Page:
It must be the gloves.
Hours before Saturday’s inaugural Cape Fear Classic against Shaw University, John Rich tweeted a photo of his bright white receiving gloves, a new pair he planned on debuting against the Bears.
After scoring the first three touchdowns of his career last week in Fayetteville, the University of North Carolina at Pembroke’s sophomore wideout added three more to his total — with high fashion to boot — as the Braves handled Shaw, 41-20, inside Legion Stadium in Wilmington.
“The offensive line blocked their butts off and Luke (Charles) threw me some pretty good balls,” Rich said. “We’ve got about nine different receivers that can make plays and that’s why we’re so dynamic. We’re playing good as a team.”
Rumored to become the Central Intercollegiate Athletic Association’s newest member for what’s felt like several years, the Braves have done a little bit of everything in three games against the historically black Division II league this season.
They’ve upset defending conference champion Winston-Salem State in a nationally-televised opener, taken out Fayetteville State for a fifth consecutive year and, on Saturday, rattled the Bears’ secondary behind 361 yards passing and a record-tying five touchdowns from Luke Charles.
Talks of joining have simmered, but the Braves have made themselves a heckuva lot more attractive with their impressive 3-0 start and No. 17 national ranking according to D2Football.com’s latest poll.
And Rich’s emergence as the leader of UNCP’s dominance through the air is a big reason why.
Early success in the no-huddle, four-wide attack forced Shaw to back its defensive backs off the line of scrimmage and instead focus on keeping UNCP’s wideouts away from the boundary. Nonetheless, Rich gave the Braves a 10-point cushion in the second quarter after breaking a tackle on a bubble screen for an 18-yard score.
On UNCP’s next series, Rich’s 7-yard grab in the corner of the end zone capped a nine-play, 82-yard drive that seemed to deflate Shaw’s defense, a unit that ranked 14th nationally against the pass coming in allowing just 132.5 yards per game.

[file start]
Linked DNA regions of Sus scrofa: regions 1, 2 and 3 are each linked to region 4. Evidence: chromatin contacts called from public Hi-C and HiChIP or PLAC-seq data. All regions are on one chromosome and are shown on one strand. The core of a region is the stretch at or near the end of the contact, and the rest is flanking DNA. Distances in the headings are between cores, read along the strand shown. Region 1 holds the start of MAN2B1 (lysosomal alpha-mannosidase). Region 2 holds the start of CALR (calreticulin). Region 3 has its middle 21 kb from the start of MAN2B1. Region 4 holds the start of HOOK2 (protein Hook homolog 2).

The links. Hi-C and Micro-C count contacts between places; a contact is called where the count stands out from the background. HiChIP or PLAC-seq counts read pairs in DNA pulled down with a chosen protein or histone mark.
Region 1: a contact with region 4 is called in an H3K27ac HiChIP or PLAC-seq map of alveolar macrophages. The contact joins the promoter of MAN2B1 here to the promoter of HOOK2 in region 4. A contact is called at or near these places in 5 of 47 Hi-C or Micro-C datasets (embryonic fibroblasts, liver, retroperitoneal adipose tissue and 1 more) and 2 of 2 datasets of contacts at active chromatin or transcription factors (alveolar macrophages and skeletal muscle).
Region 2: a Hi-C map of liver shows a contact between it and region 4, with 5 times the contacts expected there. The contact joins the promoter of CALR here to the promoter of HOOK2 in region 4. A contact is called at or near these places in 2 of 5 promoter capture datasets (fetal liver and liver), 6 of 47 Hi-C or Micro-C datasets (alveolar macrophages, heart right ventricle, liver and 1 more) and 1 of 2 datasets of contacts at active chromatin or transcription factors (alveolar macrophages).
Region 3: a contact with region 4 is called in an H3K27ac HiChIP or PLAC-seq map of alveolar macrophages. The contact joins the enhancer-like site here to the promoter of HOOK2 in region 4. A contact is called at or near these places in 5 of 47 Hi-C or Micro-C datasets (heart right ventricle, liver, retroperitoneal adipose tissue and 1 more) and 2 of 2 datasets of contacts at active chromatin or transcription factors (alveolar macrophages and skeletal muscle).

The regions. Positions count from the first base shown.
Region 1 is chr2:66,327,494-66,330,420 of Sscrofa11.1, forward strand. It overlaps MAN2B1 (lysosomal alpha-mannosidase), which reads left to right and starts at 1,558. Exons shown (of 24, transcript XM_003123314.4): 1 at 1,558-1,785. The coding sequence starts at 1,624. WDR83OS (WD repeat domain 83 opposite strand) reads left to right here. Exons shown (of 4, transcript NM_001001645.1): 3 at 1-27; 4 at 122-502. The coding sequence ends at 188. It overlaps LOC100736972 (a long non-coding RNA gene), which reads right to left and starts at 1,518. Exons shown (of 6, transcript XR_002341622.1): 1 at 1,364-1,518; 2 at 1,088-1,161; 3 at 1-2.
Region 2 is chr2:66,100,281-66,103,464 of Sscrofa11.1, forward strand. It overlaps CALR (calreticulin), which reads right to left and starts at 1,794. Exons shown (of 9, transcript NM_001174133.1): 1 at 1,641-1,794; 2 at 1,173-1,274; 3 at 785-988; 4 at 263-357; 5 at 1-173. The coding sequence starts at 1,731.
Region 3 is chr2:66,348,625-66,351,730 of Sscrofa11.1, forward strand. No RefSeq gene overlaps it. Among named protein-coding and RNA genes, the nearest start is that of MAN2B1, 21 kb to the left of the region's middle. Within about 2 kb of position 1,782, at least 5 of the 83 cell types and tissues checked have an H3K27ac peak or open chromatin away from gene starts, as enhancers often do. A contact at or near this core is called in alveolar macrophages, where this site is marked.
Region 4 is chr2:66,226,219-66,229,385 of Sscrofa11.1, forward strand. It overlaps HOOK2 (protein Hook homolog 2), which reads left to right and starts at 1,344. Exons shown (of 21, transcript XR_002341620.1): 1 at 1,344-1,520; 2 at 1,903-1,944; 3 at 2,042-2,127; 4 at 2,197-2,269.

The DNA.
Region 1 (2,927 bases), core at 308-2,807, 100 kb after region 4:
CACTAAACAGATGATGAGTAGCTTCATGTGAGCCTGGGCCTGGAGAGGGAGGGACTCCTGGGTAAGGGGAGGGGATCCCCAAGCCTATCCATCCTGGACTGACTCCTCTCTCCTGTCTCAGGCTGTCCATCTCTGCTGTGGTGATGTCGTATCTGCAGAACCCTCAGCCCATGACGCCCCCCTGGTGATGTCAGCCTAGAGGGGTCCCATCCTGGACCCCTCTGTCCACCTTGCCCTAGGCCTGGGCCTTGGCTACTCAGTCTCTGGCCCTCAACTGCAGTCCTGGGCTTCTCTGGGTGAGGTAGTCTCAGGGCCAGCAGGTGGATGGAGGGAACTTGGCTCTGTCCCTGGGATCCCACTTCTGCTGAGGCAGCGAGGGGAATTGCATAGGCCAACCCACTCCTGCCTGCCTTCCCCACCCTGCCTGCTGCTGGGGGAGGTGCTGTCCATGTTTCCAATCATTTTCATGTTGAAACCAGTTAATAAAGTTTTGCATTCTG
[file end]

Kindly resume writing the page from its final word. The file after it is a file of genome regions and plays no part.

“We knew they were going to get after us a little bit, but our quarterback was extremely dialed in from the get go and really focused in on what we were trying to accomplish,” UNCP coach Pete Shinnick said.
The dagger came with 11 minutes left to play when Charles found Te’Vell Williams just inside the back pylon for a 42-yard touchdown following a Shaw fumble near midfield. UNCP’s 17-point fourth quarter is indicative of a ranked team on the road understanding what it takes to finish games.
“We demand success, expect to win and try to come out and play like that every week,” Charles said. “We won’t accept anything less.”
Despite 533 yards of total offense and 41 points, not all was well with the Braves’ offense however according to Shinnick.
If there’s one area UNCP’s veteran coach wants improvement in, it is his team’s ability to convert in short yardage situations. At times, spread offenses get stuck inside the red zone without much room to operate and that’s been the case with the Braves on the ground this season.
Midway through the third quarter Saturday, UNCP was stopped short on a 4th-and-goal zone read handoff from the 2 nursing a four-point lead. Sophomore Demetrius Fairley was met at the goal line on a second effort by Shaw’s Traneir Fraiser as the Bears took over.
Shinnick put his hands on his hips after another missed opportunity inside the 5 at points, something that happened twice in the opener against Winston-Salem State but didn’t come back to haunt the home team.
After 12 quarters of football, the Braves have 268 yards rushing and 62 of that came late in the fourth quarter Saturday on Rontonio Stanley’s scamper down the home sideline when UNCP was trying to melt the clock.
“We’ve got to keep getting better in a lot of areas and that’s including becoming a more physical football team,” Shinnick said. “I think we’re improving in that.”
Never one to worry about swaying poll voters in the Top 25, Shinnick says UNCP’s work on the field at the beach should be enough to strengthen the Braves’ case as the nation’s 17th-ranked team in Division II.
“We talk about rankings when they happen, then we move on and worry about playing better each week,” Shinnick said. “I don’t even know where we are to be honest with you and don’t really care for another nine weeks. Right now, our goal was to come in here and play a complete game, then take that momentum into our home game next week.”
Reach staff writer Brad Crawford at 910-272-6119 or at firstname.lastname@example.org. Follow him on Twitter @MrPalmettoSDS.